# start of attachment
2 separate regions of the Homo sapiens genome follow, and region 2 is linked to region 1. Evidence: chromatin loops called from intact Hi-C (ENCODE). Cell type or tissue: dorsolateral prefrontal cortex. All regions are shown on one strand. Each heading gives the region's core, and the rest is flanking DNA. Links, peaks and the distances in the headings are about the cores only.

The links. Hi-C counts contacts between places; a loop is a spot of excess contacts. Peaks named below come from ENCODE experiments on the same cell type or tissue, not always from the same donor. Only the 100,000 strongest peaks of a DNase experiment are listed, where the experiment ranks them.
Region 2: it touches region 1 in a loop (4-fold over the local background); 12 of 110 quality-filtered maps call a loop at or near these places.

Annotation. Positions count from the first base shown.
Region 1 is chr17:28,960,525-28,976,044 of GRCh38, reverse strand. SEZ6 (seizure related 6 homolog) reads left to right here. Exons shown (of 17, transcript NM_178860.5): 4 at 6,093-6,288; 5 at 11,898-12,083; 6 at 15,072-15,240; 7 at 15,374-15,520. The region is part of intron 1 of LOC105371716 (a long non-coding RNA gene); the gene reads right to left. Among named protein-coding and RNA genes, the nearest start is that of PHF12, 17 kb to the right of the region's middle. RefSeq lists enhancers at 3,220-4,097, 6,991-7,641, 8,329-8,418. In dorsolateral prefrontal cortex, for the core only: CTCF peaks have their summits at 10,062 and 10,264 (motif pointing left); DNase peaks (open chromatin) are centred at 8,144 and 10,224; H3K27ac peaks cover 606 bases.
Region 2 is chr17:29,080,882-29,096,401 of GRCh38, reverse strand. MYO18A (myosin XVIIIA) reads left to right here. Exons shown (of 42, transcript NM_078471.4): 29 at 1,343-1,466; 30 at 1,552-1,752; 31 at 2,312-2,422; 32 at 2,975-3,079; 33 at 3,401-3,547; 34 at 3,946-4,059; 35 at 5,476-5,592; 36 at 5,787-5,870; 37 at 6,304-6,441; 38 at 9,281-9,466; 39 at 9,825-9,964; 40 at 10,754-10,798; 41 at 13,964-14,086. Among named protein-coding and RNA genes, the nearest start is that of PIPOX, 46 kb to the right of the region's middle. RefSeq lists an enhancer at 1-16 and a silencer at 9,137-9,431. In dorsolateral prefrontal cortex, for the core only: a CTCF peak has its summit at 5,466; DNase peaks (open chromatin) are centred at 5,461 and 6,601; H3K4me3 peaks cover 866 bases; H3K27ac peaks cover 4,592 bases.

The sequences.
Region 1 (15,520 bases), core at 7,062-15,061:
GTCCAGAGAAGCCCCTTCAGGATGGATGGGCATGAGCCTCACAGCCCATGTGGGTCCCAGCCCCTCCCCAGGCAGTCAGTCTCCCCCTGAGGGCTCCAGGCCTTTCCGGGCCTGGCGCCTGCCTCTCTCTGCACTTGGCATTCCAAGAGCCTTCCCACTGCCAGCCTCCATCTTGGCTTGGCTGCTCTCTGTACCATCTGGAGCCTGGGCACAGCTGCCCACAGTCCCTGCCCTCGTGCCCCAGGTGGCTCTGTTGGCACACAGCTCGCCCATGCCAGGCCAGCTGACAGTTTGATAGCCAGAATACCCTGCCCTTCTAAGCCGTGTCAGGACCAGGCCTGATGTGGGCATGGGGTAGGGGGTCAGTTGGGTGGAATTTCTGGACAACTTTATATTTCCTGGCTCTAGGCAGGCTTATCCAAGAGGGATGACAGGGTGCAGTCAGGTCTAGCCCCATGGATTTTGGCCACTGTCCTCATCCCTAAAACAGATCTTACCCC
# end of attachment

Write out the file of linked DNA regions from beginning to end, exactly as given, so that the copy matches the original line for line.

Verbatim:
2 separate regions of the Homo sapiens genome follow, and region 2 is linked to region 1. Evidence: chromatin loops called from intact Hi-C (ENCODE). Cell type or tissue: dorsolateral prefrontal cortex. All regions are shown on one strand. Each heading gives the region's core, and the rest is flanking DNA. Links, peaks and the distances in the headings are about the cores only.

The links. Hi-C counts contacts between places; a loop is a spot of excess contacts. Peaks named below come from ENCODE experiments on the same cell type or tissue, not always from the same donor. Only the 100,000 strongest peaks of a DNase experiment are listed, where the experiment ranks them.
Region 2: it touches region 1 in a loop (4-fold over the local background); 12 of 110 quality-filtered maps call a loop at or near these places.

Annotation. Positions count from the first base shown.
Region 1 is chr17:28,960,525-28,976,044 of GRCh38, reverse strand. SEZ6 (seizure related 6 homolog) reads left to right here. Exons shown (of 17, transcript NM_178860.5): 4 at 6,093-6,288; 5 at 11,898-12,083; 6 at 15,072-15,240; 7 at 15,374-15,520. The region is part of intron 1 of LOC105371716 (a long non-coding RNA gene); the gene reads right to left. Among named protein-coding and RNA genes, the nearest start is that of PHF12, 17 kb to the right of the region's middle. RefSeq lists enhancers at 3,220-4,097, 6,991-7,641, 8,329-8,418. In dorsolateral prefrontal cortex, for the core only: CTCF peaks have their summits at 10,062 and 10,264 (motif pointing left); DNase peaks (open chromatin) are centred at 8,144 and 10,224; H3K27ac peaks cover 606 bases.
Region 2 is chr17:29,080,882-29,096,401 of GRCh38, reverse strand. MYO18A (myosin XVIIIA) reads left to right here. Exons shown (of 42, transcript NM_078471.4): 29 at 1,343-1,466; 30 at 1,552-1,752; 31 at 2,312-2,422; 32 at 2,975-3,079; 33 at 3,401-3,547; 34 at 3,946-4,059; 35 at 5,476-5,592; 36 at 5,787-5,870; 37 at 6,304-6,441; 38 at 9,281-9,466; 39 at 9,825-9,964; 40 at 10,754-10,798; 41 at 13,964-14,086. Among named protein-coding and RNA genes, the nearest start is that of PIPOX, 46 kb to the right of the region's middle. RefSeq lists an enhancer at 1-16 and a silencer at 9,137-9,431. In dorsolateral prefrontal cortex, for the core only: a CTCF peak has its summit at 5,466; DNase peaks (open chromatin) are centred at 5,461 and 6,601; H3K4me3 peaks cover 866 bases; H3K27ac peaks cover 4,592 bases.

The sequences.
Region 1 (15,520 bases), core at 7,062-15,061:
GTCCAGAGAAGCCCCTTCAGGATGGATGGGCATGAGCCTCACAGCCCATGTGGGTCCCAGCCCCTCCCCAGGCAGTCAGTCTCCCCCTGAGGGCTCCAGGCCTTTCCGGGCCTGGCGCCTGCCTCTCTCTGCACTTGGCATTCCAAGAGCCTTCCCACTGCCAGCCTCCATCTTGGCTTGGCTGCTCTCTGTACCATCTGGAGCCTGGGCACAGCTGCCCACAGTCCCTGCCCTCGTGCCCCAGGTGGCTCTGTTGGCACACAGCTCGCCCATGCCAGGCCAGCTGACAGTTTGATAGCCAGAATACCCTGCCCTTCTAAGCCGTGTCAGGACCAGGCCTGATGTGGGCATGGGGTAGGGGGTCAGTTGGGTGGAATTTCTGGACAACTTTATATTTCCTGGCTCTAGGCAGGCTTATCCAAGAGGGATGACAGGGTGCAGTCAGGTCTAGCCCCATGGATTTTGGCCACTGTCCTCATCCCTAAAACAGATCTTACCCC